A client this week had a car in her driveway that wasn't being used. She'd owned the car for fifteen years. She also had a new car that she bought a year ago. She bought the new one, because the old one was falling apart. It had to be jump started every time she wanted to drive it.
She didn't want to let the old car go because she said it felt like a family member. She likened it to telling her grandmother she had to go because she was getting too old. She told me about some of her great memories of the road trips she had taken with that car. She was beaming.
I asked her what it was like to have to jump start the car. She frowned. She said friends would come over to borrow the car and she would get out the jumper cables. They would change their mind. She said she missed being able to drive it herself. She said it was hard for her to see the car going to waste.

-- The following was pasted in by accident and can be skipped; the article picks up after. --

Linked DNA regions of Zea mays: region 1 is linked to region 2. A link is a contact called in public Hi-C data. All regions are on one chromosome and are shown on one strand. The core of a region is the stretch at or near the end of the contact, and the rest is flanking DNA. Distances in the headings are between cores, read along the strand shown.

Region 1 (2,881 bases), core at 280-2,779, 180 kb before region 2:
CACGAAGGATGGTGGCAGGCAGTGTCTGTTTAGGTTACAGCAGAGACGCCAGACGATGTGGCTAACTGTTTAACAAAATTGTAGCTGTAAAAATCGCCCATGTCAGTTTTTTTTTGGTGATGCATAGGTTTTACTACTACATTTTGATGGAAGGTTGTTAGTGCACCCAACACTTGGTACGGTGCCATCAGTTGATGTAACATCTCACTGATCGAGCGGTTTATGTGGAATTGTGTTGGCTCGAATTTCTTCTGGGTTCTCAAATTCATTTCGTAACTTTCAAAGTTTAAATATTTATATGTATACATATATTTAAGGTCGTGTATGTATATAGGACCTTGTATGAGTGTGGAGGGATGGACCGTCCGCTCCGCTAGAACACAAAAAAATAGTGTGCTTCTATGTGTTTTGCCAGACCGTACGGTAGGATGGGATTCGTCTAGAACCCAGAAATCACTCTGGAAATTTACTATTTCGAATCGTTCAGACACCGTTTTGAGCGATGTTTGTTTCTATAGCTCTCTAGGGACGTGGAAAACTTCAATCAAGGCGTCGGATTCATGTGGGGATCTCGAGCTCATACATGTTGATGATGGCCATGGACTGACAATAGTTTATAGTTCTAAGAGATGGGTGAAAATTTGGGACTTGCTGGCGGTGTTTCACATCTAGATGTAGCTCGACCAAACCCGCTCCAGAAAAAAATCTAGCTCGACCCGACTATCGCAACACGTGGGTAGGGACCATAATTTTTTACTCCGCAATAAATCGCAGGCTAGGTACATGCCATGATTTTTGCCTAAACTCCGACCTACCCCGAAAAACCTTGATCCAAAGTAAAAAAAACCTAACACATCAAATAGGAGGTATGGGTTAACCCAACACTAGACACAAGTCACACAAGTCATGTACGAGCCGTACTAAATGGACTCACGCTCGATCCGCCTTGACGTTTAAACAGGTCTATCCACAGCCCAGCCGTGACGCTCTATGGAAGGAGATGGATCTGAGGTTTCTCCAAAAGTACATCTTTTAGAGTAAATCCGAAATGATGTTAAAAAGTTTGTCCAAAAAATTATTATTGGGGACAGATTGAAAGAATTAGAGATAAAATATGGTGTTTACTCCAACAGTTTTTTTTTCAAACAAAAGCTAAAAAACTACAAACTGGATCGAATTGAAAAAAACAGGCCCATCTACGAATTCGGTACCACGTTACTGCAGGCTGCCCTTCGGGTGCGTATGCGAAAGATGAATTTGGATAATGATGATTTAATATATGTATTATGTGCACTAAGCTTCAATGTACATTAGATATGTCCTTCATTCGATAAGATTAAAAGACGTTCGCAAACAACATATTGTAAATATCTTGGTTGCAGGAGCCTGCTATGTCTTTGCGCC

I said it sounded like the actual situation from the car was causing her as much pain as the joy she experienced from her memories. I said that it can be exhausting getting stuck in the past to defend keeping something when you also know that it is no longer serving you.
She decided to donate it to a charity. She called them and they said they would come and pick it up. She said she felt good about the decision. It felt like a relief to her. She also said that she feels her new car is her friend and that she's looking forward to the trips she'll take with it.